The surprising thing that has happened to me over the years is that I've become much more non-denominational. I think JS was a true prophet etc., but I just have a hard time believing that all the good folks in other religions that accept Christ, but not the LDS Church, will be condemned. Perhaps I'm deceived. It's hard for me to understand why Jesus told JS that the other churches were abominations before him...because very good people existed in those churches. And very good people like you are no longer LDS.

    Keep on focusing on Christ, my Brother! Thank you!

    1. It wasn't other churches that were "abominations", but all their creeds.

      19 I was answered that I must join none of them, for they were all wrong; and the Personage who addressed me said that all their creeds were an abomination in his sight; that those professors were all corrupt; that: “they draw near to me with their lips, but their hearts are far from me, they teach for doctrines the commandments of men, having a form of godliness, but they deny the power thereof.” (JS-H 1:19.)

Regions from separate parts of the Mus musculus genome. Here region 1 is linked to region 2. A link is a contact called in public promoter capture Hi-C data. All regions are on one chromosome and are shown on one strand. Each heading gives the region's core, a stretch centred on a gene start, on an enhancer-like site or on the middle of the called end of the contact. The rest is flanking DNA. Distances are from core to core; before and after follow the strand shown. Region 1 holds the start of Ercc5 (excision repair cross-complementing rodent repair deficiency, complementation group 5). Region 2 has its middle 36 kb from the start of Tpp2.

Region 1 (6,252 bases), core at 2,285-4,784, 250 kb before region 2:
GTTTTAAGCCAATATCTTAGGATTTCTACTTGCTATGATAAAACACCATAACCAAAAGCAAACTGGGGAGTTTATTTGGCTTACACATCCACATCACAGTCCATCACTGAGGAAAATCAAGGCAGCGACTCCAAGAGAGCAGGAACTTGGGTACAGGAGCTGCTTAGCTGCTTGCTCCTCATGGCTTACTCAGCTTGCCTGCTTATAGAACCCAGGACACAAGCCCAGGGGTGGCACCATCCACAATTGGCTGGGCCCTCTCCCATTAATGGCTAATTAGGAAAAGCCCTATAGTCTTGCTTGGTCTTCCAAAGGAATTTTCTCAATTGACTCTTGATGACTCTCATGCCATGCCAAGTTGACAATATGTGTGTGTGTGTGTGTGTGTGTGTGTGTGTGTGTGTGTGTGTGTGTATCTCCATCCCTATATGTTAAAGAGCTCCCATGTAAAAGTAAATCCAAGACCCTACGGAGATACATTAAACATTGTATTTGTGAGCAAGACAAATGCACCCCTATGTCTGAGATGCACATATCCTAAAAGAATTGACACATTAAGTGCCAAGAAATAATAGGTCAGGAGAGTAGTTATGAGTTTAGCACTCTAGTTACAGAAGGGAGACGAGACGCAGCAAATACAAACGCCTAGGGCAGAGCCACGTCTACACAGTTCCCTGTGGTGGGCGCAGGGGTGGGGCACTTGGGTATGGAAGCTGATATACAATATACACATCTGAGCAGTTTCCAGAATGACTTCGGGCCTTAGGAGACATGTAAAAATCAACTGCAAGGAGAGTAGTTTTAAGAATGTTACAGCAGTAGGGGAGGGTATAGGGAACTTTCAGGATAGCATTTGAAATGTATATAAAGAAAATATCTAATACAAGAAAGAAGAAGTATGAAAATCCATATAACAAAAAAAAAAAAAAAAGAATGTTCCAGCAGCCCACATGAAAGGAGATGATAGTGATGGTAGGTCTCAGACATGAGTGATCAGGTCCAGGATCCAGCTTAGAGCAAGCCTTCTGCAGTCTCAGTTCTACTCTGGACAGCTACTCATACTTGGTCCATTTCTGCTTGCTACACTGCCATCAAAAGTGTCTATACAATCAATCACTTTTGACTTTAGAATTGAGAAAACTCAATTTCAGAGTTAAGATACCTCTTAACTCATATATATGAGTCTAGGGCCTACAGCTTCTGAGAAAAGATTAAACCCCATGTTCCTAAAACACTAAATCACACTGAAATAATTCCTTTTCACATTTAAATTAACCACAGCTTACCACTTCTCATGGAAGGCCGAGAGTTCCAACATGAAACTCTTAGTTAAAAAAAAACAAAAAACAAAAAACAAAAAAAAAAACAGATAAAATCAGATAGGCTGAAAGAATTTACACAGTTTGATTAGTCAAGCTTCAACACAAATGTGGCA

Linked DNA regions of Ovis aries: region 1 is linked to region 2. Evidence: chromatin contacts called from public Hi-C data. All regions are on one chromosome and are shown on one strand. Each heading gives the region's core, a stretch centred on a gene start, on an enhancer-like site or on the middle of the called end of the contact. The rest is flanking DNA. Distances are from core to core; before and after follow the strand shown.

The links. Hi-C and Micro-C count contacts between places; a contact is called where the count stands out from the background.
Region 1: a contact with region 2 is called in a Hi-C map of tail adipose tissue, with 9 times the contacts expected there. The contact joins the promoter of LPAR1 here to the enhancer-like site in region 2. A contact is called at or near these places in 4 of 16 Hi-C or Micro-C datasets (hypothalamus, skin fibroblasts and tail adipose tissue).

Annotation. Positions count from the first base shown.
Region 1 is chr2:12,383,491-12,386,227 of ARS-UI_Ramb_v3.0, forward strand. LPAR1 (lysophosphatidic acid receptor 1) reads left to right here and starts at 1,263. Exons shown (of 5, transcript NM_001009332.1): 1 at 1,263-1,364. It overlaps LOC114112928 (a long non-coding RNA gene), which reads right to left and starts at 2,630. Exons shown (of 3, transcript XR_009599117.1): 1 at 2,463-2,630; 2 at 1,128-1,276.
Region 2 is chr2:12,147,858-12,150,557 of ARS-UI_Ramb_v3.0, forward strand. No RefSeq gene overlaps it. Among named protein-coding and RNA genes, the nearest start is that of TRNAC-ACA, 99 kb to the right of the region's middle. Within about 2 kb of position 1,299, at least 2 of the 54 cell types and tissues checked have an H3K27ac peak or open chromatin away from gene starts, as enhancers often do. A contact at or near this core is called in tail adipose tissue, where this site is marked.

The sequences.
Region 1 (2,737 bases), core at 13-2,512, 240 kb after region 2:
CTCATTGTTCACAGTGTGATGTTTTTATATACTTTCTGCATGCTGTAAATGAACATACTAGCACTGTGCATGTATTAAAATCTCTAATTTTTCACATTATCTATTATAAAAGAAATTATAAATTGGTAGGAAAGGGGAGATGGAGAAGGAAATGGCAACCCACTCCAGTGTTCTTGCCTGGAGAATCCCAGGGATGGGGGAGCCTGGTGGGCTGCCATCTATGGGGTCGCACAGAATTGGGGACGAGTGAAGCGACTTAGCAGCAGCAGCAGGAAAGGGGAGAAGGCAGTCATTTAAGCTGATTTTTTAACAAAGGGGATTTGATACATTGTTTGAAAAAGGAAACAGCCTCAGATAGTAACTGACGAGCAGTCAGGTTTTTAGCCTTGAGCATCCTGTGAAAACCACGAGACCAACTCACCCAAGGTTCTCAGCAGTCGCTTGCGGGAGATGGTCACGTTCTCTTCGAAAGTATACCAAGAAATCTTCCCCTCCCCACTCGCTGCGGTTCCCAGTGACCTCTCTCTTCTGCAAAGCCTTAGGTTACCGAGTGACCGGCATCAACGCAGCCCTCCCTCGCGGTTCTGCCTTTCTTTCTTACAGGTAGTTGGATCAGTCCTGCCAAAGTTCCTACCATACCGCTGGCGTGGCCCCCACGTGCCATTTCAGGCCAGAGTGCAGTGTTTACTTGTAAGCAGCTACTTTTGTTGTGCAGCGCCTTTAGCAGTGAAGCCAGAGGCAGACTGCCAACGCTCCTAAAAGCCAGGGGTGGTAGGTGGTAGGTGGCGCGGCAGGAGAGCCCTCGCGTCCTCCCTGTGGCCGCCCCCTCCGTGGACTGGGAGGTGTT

False doctrines, false beliefs, false teachings and false teachers are damning. They prevent us from coming unto the fullness of Christ and doing His will. They corrupt the minds, hearts and lives of those who practice and follow them. Thus they are "abominations: things that are disgusting, to be loathed and intolerable.

      Joseph Smith did not believe in "creeds". He wrote: "We believe all that God has revealed, all that He does now reveal, and we believe that He will yet reveal many great and important things pertaining to the Kingdom of God." (AofF 9.) Joseph's "creed", quite frankly, was to embrace all truth.

      We ought to do the same.

  15. Loved your post and your comments. What you said about feeling like a gang raped victim having to face its attackers is what I would feel when it happens to me. You answered the questions asked of you perfectly!